Travel Tips for Europe Part 3: When you land in Europe

This is the third post in the Travel in Europe series, the first one was all about research & planning for the dream European holiday and the second part was about how to pack for the Europe trip. And now we are onto the third...

So after months of preparation, running after visas, agonising over what clothes to take with you, shopping, finally you have packed your bags and your selfie stick and on the flight to your dream holiday. Let's get your prepared for what awaits once you land in Europe.

Some tips & tricks for you once you land in Europe.
Airport transfers: Most airports are situated a little away from the cities and there are usually several ways to get to the cities from the airports. Do a little research and figure out the cheapest way to get there. Usually there are buses/trains/underground trains connecting the airports to the cities. If you are planning to hire a cab, make sure you are taking the official ones. Our cab experiences in Istanbul & Rome hasn't been the best. Some hotel packages are inclusive of airport pickup. Specially in Turkey, so figure that out and let you hotel know about your arrival time in advance, so that they can sort out your pick-up.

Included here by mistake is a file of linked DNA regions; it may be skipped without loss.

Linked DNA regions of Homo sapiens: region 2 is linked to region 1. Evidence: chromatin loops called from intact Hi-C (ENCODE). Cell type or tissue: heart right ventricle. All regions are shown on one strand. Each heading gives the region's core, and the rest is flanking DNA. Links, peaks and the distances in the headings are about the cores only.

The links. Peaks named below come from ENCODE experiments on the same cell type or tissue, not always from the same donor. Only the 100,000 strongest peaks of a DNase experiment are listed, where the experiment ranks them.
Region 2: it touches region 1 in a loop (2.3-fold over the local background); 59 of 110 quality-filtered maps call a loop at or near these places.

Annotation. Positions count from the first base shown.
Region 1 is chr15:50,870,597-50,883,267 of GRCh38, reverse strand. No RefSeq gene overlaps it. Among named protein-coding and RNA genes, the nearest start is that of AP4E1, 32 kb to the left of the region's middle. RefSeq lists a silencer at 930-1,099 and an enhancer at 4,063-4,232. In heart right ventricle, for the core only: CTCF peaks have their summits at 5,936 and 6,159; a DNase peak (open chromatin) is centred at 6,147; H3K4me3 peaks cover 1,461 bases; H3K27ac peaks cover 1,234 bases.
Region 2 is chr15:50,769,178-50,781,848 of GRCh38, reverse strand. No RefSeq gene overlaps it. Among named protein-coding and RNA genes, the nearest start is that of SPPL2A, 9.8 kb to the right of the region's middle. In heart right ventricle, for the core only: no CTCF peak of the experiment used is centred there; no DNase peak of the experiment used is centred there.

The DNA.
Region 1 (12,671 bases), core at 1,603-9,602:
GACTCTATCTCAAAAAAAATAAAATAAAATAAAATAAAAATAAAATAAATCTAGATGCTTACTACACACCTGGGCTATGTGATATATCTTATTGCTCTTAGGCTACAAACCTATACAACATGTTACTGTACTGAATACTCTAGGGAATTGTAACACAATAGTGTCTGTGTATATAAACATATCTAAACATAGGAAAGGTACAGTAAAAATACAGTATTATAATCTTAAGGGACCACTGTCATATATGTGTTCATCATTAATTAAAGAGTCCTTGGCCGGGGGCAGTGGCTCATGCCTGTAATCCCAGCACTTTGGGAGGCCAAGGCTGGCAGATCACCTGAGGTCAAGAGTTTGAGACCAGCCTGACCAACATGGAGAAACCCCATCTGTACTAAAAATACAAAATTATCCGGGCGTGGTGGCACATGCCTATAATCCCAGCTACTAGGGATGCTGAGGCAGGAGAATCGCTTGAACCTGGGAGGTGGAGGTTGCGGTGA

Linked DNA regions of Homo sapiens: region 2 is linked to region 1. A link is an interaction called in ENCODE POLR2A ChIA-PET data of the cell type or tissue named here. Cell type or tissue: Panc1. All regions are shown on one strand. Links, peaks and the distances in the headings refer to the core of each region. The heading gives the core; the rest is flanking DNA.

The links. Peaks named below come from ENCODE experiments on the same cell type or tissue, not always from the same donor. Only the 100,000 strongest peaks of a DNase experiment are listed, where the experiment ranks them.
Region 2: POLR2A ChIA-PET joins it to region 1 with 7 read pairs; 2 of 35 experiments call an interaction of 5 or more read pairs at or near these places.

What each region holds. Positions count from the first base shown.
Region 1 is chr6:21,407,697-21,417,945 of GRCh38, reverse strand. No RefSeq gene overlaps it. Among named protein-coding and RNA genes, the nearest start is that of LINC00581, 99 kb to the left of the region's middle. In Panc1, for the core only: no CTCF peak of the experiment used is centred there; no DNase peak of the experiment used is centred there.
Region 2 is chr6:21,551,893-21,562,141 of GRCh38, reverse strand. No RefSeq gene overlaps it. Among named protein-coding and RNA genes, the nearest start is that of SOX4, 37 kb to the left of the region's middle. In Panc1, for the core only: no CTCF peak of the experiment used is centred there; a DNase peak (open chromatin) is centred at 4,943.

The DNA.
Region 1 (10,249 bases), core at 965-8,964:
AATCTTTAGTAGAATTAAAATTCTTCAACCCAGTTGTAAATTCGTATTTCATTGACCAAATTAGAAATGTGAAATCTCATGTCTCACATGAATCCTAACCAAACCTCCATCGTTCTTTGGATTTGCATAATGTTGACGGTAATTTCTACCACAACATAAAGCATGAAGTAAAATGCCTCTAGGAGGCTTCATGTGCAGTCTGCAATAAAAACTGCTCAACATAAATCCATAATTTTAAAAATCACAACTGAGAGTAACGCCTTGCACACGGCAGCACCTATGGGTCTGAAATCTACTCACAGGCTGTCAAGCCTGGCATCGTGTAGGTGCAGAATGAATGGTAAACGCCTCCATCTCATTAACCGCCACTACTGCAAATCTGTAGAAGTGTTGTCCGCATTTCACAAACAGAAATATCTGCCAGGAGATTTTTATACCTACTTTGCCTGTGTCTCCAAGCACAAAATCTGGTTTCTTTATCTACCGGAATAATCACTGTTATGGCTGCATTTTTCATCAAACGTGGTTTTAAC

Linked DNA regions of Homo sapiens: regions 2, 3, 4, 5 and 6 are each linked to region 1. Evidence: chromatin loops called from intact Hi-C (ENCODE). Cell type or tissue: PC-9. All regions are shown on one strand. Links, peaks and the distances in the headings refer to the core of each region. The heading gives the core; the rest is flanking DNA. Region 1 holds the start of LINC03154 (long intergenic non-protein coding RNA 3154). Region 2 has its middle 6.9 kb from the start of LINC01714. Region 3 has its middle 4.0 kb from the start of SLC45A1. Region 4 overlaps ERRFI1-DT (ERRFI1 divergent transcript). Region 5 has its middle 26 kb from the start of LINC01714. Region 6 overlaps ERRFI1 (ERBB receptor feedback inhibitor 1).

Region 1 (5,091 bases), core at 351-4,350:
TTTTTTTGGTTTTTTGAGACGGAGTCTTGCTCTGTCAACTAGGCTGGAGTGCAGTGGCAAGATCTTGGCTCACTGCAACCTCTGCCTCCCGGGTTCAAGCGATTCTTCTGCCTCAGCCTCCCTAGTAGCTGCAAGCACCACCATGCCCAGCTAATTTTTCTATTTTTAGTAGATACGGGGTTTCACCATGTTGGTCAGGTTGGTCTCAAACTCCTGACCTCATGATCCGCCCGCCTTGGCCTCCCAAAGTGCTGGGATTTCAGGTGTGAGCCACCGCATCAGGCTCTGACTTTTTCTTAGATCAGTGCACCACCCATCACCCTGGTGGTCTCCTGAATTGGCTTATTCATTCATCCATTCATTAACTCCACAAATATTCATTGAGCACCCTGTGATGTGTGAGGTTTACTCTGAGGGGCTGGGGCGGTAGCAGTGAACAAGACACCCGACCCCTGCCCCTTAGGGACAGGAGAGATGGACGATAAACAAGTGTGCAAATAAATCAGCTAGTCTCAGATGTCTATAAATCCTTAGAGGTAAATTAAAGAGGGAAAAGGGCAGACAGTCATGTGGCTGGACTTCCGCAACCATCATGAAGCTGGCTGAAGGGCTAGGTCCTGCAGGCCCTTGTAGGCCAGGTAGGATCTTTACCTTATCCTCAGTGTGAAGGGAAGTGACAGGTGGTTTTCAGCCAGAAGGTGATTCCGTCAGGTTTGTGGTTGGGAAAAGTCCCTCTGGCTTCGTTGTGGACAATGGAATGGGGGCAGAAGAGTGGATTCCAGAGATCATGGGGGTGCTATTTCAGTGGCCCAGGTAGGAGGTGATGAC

Tip1: If you arrive early morning like say 2 a.m., in some cities the public transport network does not operate. The only way to get to the city is by taxi  or you could wait it out in the airport till the public transport starts operating. This is often a much more safer thing to do.
Tip2: All airports have Tourist Information Office, the symbol for which is a small i. In most cases the personnel manning the desks speak English, they will be able to help you out with all the relevant information.

Gondola ride along the canals in Venice is a must! But don't be afraid to haggle, fiercely!

Local transport: The most efficient way to get around a city is often the metro/tube/underground. Usually the underground has a wide network with several lines shooting off in different directions. There are network maps in each station and also on the platform walls. Study them carefully, you may have to make a change or two to get to your destination. Also make a note of the last stop of the line you have to take, that helps you get to the right platform. You can pick up free tube maps from the station in some cities. Grab one, it comes in really handy.